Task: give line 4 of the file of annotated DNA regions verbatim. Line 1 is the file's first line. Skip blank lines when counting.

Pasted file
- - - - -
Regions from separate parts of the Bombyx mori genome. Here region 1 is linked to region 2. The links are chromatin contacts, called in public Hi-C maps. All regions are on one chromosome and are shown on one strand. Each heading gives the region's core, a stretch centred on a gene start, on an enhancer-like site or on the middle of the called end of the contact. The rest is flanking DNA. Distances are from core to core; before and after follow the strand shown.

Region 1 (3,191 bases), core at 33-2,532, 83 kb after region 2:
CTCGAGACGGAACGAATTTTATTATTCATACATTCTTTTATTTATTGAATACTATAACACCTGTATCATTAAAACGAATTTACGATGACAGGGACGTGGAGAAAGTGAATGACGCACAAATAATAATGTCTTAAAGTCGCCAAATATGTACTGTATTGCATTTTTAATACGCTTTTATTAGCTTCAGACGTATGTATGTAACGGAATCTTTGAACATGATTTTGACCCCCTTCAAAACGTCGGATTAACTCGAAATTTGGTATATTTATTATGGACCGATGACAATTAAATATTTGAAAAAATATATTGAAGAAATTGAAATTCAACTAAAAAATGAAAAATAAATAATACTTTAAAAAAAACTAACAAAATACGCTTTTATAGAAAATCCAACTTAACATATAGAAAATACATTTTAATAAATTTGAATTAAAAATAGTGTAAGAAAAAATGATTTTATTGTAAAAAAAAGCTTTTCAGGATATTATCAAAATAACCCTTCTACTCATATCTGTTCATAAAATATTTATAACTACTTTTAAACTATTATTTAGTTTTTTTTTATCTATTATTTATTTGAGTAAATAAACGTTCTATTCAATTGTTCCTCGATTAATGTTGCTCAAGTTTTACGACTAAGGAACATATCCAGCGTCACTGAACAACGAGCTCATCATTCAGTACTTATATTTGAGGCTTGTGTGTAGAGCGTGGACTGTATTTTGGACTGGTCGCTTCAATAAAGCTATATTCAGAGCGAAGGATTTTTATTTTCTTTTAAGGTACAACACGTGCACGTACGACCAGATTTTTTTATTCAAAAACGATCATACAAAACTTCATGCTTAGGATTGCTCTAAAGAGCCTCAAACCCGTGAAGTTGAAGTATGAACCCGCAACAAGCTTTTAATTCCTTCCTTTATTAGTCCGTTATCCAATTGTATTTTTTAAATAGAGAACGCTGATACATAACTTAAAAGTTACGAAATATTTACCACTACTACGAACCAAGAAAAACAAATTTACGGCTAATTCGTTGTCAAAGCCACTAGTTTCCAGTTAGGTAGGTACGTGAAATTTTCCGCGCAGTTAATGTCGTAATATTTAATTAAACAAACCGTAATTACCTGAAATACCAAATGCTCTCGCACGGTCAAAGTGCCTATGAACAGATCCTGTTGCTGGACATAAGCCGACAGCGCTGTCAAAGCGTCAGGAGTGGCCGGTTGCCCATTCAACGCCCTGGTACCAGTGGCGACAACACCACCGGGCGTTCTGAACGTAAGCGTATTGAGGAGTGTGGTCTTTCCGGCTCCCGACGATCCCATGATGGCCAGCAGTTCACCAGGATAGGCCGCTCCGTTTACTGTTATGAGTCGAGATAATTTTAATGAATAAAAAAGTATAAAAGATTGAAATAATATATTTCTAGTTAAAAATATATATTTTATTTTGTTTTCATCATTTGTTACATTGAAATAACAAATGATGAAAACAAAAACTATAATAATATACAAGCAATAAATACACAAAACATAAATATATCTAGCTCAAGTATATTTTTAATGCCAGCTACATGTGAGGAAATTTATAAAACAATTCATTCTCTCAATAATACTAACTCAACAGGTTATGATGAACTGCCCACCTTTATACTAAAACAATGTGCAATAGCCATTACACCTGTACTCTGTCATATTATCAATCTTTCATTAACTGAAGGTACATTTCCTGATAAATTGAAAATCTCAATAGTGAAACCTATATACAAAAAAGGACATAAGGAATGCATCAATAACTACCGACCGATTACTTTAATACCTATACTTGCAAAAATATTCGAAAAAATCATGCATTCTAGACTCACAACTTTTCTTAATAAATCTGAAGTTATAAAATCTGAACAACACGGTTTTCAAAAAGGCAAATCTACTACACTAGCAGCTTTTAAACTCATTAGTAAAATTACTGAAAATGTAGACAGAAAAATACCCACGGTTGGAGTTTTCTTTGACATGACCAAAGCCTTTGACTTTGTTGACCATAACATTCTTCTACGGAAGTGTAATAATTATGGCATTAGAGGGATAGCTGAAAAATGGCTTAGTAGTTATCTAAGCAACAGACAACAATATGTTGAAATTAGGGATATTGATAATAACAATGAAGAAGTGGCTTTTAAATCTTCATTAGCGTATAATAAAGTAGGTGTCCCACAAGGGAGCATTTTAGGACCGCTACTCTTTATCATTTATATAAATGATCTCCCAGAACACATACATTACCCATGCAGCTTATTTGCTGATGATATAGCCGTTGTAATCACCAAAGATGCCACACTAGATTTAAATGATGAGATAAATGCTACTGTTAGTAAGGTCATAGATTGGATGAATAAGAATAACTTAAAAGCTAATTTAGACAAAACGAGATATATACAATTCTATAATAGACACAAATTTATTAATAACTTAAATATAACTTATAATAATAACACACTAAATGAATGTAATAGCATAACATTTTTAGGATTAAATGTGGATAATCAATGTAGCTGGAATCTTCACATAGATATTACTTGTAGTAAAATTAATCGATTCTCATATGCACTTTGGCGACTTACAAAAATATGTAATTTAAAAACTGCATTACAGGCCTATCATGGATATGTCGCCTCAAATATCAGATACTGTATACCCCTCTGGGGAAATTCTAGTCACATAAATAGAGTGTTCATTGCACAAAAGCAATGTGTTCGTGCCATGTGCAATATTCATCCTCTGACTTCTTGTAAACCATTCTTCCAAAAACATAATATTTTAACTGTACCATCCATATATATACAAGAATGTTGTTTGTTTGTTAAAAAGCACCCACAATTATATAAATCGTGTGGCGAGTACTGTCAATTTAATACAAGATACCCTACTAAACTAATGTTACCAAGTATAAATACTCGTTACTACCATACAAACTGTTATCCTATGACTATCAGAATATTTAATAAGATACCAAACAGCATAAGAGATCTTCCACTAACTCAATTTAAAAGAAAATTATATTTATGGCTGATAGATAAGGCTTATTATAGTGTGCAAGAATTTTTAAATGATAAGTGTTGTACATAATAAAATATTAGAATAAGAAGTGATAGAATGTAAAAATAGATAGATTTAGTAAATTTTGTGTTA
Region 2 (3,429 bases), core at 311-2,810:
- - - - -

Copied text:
Region 2 (3,429 bases), core at 311-2,810: